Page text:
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Title: An Achaemenid Motif seen in later epic and art
Author(s): JAMZADEH, Parivash
Journal: Iranica Antiqua
Volume: 35    Date: 2000   
Pages: 47-56
DOI: 10.2143/IA.35.0.519096

Abstract :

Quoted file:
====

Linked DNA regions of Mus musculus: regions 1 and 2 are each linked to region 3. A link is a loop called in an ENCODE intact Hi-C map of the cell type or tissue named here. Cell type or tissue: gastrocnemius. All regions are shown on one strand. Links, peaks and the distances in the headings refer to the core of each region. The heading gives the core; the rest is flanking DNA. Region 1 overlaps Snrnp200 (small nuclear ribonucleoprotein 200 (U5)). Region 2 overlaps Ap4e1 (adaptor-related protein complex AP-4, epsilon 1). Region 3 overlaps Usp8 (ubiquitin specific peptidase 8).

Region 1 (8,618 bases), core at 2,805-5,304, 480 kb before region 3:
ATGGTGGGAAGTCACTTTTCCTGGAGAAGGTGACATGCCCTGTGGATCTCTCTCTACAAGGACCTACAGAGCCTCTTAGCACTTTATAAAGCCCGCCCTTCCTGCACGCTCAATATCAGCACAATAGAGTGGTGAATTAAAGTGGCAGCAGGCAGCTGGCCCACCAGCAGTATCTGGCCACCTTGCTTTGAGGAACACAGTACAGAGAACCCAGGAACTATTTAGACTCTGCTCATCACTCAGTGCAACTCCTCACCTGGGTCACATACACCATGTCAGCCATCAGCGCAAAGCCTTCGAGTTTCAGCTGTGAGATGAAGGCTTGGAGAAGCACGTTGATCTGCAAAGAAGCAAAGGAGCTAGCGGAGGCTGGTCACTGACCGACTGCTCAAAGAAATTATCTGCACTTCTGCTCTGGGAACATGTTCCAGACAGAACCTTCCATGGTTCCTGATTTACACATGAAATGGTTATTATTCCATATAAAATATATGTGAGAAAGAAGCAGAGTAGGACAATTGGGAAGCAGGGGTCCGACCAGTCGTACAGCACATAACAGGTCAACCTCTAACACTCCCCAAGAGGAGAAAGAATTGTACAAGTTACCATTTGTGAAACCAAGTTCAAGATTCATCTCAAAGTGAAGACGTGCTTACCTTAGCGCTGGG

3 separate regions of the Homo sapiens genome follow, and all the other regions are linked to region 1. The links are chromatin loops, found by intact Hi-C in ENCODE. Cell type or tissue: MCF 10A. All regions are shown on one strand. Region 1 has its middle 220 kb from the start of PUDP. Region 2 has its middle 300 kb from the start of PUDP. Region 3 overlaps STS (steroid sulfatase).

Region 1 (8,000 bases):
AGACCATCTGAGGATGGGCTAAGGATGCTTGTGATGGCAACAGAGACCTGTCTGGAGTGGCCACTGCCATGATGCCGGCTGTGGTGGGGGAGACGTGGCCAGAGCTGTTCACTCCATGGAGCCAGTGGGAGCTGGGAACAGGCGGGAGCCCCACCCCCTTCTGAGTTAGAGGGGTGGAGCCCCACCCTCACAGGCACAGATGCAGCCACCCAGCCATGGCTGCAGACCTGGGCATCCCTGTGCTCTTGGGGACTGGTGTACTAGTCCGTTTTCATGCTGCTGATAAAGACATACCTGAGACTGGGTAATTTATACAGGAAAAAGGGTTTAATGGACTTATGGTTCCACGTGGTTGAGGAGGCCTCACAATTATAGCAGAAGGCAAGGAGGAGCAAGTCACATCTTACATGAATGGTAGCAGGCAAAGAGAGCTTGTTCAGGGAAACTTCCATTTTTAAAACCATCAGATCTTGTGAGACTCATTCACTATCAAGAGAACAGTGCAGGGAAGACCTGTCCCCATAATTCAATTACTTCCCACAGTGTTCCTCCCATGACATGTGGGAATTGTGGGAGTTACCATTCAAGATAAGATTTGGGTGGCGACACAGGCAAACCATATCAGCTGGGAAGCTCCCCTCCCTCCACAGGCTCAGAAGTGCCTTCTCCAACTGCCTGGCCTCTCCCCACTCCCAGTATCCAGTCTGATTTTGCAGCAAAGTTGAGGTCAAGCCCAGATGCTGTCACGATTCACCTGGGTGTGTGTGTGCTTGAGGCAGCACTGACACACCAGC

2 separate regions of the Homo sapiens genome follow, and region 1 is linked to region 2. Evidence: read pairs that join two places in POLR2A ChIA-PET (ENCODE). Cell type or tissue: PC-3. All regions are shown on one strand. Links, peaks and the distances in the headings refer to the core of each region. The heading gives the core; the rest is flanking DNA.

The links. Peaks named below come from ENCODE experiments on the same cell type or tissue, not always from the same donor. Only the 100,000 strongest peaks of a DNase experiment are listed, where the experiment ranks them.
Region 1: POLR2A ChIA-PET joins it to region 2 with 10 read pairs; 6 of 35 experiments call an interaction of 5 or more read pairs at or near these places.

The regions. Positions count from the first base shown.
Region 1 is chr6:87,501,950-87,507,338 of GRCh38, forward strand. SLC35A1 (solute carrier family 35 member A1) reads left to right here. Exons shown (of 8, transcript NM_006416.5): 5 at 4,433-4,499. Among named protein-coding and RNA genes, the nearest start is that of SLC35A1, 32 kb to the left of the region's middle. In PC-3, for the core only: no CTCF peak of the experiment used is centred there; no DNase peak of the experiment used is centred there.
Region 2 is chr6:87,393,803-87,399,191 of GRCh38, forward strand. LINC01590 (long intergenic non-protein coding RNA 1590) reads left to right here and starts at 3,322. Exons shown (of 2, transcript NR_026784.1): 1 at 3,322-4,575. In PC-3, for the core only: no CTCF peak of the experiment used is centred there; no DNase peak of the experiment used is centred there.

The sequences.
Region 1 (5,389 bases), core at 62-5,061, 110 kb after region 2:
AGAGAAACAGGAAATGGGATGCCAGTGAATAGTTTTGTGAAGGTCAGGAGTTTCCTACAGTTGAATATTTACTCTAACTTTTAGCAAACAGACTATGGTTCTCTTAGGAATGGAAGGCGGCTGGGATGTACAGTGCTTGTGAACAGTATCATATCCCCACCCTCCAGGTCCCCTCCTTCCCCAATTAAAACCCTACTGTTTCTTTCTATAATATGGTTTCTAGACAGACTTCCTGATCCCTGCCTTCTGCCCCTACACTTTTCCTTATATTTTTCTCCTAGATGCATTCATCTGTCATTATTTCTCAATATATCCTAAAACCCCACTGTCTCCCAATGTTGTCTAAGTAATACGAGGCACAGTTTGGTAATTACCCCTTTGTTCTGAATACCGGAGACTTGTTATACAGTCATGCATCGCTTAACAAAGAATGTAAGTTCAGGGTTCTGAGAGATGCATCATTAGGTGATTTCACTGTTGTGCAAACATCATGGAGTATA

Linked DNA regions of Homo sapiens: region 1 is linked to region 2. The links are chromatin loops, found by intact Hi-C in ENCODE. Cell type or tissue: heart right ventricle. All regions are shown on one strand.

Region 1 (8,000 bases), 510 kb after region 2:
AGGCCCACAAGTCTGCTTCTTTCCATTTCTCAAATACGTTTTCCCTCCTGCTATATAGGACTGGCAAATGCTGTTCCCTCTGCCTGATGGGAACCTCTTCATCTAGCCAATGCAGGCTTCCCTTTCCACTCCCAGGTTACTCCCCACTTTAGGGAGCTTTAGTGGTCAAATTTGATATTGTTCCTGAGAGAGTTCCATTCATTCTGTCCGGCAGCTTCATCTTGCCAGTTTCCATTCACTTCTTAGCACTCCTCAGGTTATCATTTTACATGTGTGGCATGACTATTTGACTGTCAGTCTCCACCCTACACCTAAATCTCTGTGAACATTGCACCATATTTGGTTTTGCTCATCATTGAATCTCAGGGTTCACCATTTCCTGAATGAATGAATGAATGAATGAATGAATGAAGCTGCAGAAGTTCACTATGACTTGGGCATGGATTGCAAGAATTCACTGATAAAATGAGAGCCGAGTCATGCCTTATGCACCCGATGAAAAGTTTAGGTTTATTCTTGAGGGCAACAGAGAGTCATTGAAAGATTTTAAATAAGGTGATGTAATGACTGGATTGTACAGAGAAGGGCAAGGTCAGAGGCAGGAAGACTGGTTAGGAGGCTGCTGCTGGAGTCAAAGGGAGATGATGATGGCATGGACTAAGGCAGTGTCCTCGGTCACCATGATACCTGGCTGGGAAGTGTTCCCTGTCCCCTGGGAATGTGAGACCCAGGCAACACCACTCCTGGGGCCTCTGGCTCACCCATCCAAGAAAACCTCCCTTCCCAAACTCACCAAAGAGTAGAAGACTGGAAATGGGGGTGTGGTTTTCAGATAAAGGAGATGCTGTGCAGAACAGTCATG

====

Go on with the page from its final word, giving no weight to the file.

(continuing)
Echoes from the Achaemenid court (6th -4th centuries B.C.), the art program of Darius I at Persepolis and remnants of the Achaemenid's legacy have been seen to survive in the Iranian National Epic, as recorded by Firdawsi in the 10th century A.D. A notion that survives in the Shāhnāma according to its Achaemenid design and context is the metaphor of the lion fighting the bull. This ancient Mesopotamian motif is seen in the art of the Sasanian period as well. It is also employed in various mediums in the art of the Islamic period, especially by the book illustrations of the Kalilah wa Dimnah who employ it profusely to depict the momentous finale to the frame story of the lion and the ox. But it is interesting to see that Firdawsi's use of the motif shows accordance with the Achaemenid context and repeats the message that was intended by the Achaemenid designers of the art program at Persepolis.

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